Nobody wants to have diabetes and we all agree that it sucks. But if you let it get you down, if you don't make a stand and shout 'F£+! YOU!' then you're the one letting it win. Tell that son of a beech tree that you're not going to let it ruin your life and that you have the strength and the support to punch it in the gut, set it on fire and chuck it out of the window.

    Now, of course, it'll climb back through that window and back into your life - it's never gong to go away, but at least it'll feel a little sheepish and be on your back less.

    Metaphors aside, take control of your blood sugars. It really isn't all that hard. I promise. Test before you eat anything and inject whatever the calculations say. That's it. That's all I did and I went from HbA1c of over 100 to 54 in 3 months. I used to be in a similar place to you (yeah, I've read a whole bunch of your previous posts) but taking a hold of my life and my diabetes has made me a new person. I feel positive, energised and ALIVE. And I want to stay that way.

    It's good that you let your emotions out on here. But listen to what people are saying to you and act on the advice. As @JoeT1 said, you are in control. He didn't mean your blood sugars, he meant your life. You have all you need to be a better peson. It just takes effort.

    I look forward to reading a super positive reply to this post... ;)
     
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  9. Toxicblue

    Toxicblue Type 2 · Member

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    Wear do I buy a bracelet I live in Hastings which is a small town
     
  10. stewpid

    stewpid Type 1 · Active Member

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    Try the link for the ID Band Co. That's where I ordered mine from including engraving of personal details.

    www.theidbandco.com/Bracelets
     
  11. Fairygodmother

    Fairygodmother Type 1 · Well-Known Member

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    Some are available on the net. Choose wisely - look at the reviews.
     
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  12. Fairygodmother

    Fairygodmother Type 1 · Well-Known Member

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  13. therower

    therower Type 1 · Well-Known Member

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    I have diabetes I.D. on me at all times.
    Medical information in wallet.
    Dog tag necklace.
    Diabetic tattoo on inner left forearm.

    Let's remember it's not only times of being hypo that we may need urgent medical assistance. The more they know about us, the less surprised they'll be when we go HYPO CRAZY:):):):)
     
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  14. Chowie

    Chowie Type 1 · Well-Known Member

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    Hehehe
    I have had a few of them... Education is the toughest part. There was a new project manager, I was working with this week. A very forceful person e.g. I was getting a sandwich for lunch and I asked the sandwich lady for Avocado. This PM was beside me and barked at the sandwich lady NO Avocado. after 3 min of me say Avocado please, the sandwich lady wouldn't give it to me. I was paying for it. I told this PM I was D and I got a small bag of Jelly beans. She took them off me and lectured me. I told her they were my medicine. I'm just as forceful as her, only I don't bully. I dread having a good Hypo around her.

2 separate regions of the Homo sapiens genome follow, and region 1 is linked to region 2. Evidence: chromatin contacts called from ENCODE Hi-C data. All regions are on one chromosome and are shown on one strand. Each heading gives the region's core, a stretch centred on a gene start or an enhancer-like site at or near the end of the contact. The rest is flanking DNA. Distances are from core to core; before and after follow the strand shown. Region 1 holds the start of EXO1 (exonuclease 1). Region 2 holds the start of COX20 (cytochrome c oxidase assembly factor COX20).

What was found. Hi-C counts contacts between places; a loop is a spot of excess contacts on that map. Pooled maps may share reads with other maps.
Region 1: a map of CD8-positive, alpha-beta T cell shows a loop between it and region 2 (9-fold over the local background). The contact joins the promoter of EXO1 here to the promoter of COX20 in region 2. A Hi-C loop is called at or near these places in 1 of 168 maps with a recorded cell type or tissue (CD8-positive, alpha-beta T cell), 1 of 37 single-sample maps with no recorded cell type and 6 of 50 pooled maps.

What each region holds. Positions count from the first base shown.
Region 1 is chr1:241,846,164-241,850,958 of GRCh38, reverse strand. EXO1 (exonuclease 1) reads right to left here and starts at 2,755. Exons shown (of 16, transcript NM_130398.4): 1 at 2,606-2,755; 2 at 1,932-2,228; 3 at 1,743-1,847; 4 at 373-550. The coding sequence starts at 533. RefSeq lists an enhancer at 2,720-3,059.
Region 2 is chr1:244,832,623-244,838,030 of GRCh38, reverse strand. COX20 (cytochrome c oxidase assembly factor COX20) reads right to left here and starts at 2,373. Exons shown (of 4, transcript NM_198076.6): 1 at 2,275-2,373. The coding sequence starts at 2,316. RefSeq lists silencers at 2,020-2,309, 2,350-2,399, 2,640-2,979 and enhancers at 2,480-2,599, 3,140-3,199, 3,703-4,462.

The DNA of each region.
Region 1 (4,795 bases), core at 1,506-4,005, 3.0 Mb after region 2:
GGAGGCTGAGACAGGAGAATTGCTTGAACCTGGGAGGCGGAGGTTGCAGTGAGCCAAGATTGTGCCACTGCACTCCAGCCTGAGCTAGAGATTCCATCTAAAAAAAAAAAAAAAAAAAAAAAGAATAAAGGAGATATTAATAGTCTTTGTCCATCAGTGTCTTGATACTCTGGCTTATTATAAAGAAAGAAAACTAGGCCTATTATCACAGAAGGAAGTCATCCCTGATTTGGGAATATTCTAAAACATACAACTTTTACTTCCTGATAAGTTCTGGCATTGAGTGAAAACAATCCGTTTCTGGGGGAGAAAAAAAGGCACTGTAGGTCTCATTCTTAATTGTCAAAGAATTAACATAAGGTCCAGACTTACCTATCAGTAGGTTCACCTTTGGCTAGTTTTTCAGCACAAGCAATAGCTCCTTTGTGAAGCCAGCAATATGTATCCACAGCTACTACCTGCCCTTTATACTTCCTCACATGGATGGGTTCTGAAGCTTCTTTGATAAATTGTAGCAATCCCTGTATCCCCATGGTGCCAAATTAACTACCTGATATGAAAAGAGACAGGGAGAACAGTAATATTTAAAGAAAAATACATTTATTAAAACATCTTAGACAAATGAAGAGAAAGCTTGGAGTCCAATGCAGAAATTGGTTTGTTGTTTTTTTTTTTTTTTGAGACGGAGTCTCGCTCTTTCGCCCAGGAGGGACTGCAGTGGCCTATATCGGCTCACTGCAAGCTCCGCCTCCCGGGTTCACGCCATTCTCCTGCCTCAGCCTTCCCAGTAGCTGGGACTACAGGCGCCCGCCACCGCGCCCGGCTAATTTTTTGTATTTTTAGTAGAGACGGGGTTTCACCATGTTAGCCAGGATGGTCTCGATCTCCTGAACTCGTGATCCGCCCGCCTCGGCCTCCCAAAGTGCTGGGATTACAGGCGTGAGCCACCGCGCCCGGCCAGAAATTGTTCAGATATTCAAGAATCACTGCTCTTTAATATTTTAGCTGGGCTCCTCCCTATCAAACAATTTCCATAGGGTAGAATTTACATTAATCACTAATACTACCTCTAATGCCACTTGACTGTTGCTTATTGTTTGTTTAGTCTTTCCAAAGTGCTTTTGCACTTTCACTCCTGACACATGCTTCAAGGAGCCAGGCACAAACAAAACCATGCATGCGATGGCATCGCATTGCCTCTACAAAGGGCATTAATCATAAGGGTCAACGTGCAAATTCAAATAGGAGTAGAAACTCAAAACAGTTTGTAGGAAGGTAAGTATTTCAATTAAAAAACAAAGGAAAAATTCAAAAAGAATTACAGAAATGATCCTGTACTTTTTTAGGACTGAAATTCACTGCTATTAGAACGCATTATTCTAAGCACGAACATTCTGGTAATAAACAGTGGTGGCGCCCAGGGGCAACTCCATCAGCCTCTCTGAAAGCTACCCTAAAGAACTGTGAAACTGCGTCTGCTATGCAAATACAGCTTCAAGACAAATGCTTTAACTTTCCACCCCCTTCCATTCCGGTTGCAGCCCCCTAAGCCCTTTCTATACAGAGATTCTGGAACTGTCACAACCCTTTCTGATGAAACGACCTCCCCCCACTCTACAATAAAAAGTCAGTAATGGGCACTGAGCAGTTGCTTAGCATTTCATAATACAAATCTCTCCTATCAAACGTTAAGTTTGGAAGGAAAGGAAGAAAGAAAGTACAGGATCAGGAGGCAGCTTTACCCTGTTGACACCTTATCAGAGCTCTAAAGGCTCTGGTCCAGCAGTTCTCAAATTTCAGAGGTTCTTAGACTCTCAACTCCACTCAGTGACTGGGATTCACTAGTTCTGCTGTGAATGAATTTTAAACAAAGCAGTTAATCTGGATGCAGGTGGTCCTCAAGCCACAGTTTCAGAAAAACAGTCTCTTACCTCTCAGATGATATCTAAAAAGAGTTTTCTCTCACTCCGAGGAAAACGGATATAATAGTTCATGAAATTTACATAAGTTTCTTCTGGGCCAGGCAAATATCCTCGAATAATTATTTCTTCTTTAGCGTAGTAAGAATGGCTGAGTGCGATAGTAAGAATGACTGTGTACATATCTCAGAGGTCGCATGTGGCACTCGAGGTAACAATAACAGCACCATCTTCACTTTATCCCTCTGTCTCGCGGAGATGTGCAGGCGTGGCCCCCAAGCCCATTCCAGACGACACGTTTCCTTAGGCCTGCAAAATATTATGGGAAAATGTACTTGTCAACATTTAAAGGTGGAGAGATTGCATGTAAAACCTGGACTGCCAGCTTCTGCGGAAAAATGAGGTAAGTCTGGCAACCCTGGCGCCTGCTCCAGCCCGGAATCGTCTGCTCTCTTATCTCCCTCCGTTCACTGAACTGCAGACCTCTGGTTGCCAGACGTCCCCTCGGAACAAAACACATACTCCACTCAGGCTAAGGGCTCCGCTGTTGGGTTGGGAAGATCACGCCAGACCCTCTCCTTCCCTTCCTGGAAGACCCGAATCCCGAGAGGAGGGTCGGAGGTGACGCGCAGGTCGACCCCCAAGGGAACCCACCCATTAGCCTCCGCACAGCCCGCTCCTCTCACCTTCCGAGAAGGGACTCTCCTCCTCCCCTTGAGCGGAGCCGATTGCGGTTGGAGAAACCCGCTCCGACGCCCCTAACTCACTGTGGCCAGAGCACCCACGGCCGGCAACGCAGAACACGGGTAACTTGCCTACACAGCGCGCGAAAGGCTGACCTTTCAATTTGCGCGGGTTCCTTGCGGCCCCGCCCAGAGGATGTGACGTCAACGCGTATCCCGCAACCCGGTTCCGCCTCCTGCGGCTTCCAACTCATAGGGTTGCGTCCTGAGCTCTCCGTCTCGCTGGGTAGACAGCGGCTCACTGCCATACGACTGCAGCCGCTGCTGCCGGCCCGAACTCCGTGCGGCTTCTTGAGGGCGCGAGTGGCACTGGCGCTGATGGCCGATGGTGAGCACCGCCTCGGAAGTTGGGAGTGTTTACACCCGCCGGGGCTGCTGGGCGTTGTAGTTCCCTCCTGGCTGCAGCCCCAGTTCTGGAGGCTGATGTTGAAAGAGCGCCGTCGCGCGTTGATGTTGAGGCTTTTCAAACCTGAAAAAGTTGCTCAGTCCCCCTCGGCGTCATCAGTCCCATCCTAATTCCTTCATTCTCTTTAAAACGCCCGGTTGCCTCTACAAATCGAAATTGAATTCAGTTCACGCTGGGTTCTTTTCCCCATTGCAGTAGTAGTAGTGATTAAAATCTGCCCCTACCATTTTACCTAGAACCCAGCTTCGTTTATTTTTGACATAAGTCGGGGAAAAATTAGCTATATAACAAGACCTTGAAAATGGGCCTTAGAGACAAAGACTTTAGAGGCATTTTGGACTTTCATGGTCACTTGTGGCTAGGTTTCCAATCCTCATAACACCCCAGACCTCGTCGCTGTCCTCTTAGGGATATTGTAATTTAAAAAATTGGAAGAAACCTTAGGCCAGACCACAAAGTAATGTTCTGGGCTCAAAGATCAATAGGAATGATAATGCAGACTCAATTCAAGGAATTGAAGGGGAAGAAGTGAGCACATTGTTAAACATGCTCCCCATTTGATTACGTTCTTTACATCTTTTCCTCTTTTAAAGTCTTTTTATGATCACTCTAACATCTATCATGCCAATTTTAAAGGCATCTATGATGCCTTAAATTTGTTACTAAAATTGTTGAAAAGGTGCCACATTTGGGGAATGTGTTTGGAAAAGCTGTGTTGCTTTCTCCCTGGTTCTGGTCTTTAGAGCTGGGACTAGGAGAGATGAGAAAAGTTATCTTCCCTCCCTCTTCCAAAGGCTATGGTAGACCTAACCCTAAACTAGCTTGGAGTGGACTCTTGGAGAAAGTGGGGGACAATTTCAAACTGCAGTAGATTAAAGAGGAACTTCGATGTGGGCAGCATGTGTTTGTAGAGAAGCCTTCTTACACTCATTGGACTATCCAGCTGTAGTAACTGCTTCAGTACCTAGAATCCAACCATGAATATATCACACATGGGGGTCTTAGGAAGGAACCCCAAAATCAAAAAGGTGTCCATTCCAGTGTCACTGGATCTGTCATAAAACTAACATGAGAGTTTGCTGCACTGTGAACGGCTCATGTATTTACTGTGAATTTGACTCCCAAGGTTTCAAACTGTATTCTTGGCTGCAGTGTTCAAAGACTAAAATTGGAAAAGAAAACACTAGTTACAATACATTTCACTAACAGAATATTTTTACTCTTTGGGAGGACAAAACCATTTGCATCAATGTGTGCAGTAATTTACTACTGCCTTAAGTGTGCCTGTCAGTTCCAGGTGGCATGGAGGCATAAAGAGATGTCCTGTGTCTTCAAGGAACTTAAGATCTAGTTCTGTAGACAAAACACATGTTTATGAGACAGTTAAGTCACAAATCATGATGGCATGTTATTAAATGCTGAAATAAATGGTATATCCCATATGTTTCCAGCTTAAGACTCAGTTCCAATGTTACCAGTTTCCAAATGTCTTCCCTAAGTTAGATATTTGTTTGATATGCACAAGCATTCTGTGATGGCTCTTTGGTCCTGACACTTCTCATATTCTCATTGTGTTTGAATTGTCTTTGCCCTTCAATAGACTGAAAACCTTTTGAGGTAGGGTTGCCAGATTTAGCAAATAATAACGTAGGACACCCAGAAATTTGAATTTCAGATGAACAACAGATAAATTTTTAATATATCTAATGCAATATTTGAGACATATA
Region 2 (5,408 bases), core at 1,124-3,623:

A bracelet will not help in that situation. She wouldn't even call for help. I tried explaining to her and she put her fingers in her ears and carried on nah nah nah nah. She knows all about it and no will tell her different. Oh she is mid 40's.
     
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  15. BunsenHoneydew

    BunsenHoneydew Prediabetes · Active Member

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    I once worked with someone who liked to comment on everyone's food choices, especially if you were overweight. She had previously been fat and was now very slim so that's why I suppose. The final time she commented on my chips at lunch I said to her "if I want someone to comment on my food choices I'll hire a nutritionist" and she finally shut up.
     
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  16. therower

    therower Type 1 · Well-Known Member

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    @Chowie . If that wasn't so bad it would be hilarious.
    I'm not going down the 40 yr old female road:):):):). I value certain parts of my anatomy.
    I have to disagree about the bracelet though.
    A flailing arm adorned with chunky medical bracelet during a hypo........... momentarily makes contact with PM's nose;););)
    Bet she would get the message then.
     
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  17. kev-w

    kev-w Type 1 · Well-Known Member

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    Well I can understand your first sentence and don't disagree, but you're young, any complications are way way off yet IF you end up with any, but remember a hypo is a lack of oxygen in your blood which starves your brain of it, the longer you spent unconscious the more chance of brain damage there is, and that's why it's not a bad idea to carry some diabetic ID, I keep an "I am broken, here's how to fix me" card in my wallet, I don't like it being there, but it's certainly saved me before....
     
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  18. Chowie

    Chowie Type 1 · Well-Known Member

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    By your avatar certainly not your pancreas. :):)
     
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  19. Grant_Vicat

    Grant_Vicat Don't have diabetes · Well-Known Member

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    A non diabetic would not always say 6.5
     
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  20. stewpid

    stewpid Type 1 · Active Member

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    Great news! Bracelet arrived and I'm really chuffed with it.

    It anybody sees it and wants to label me a diabetic then that's their prerogative. It won't worry me because I now feel a bit safer.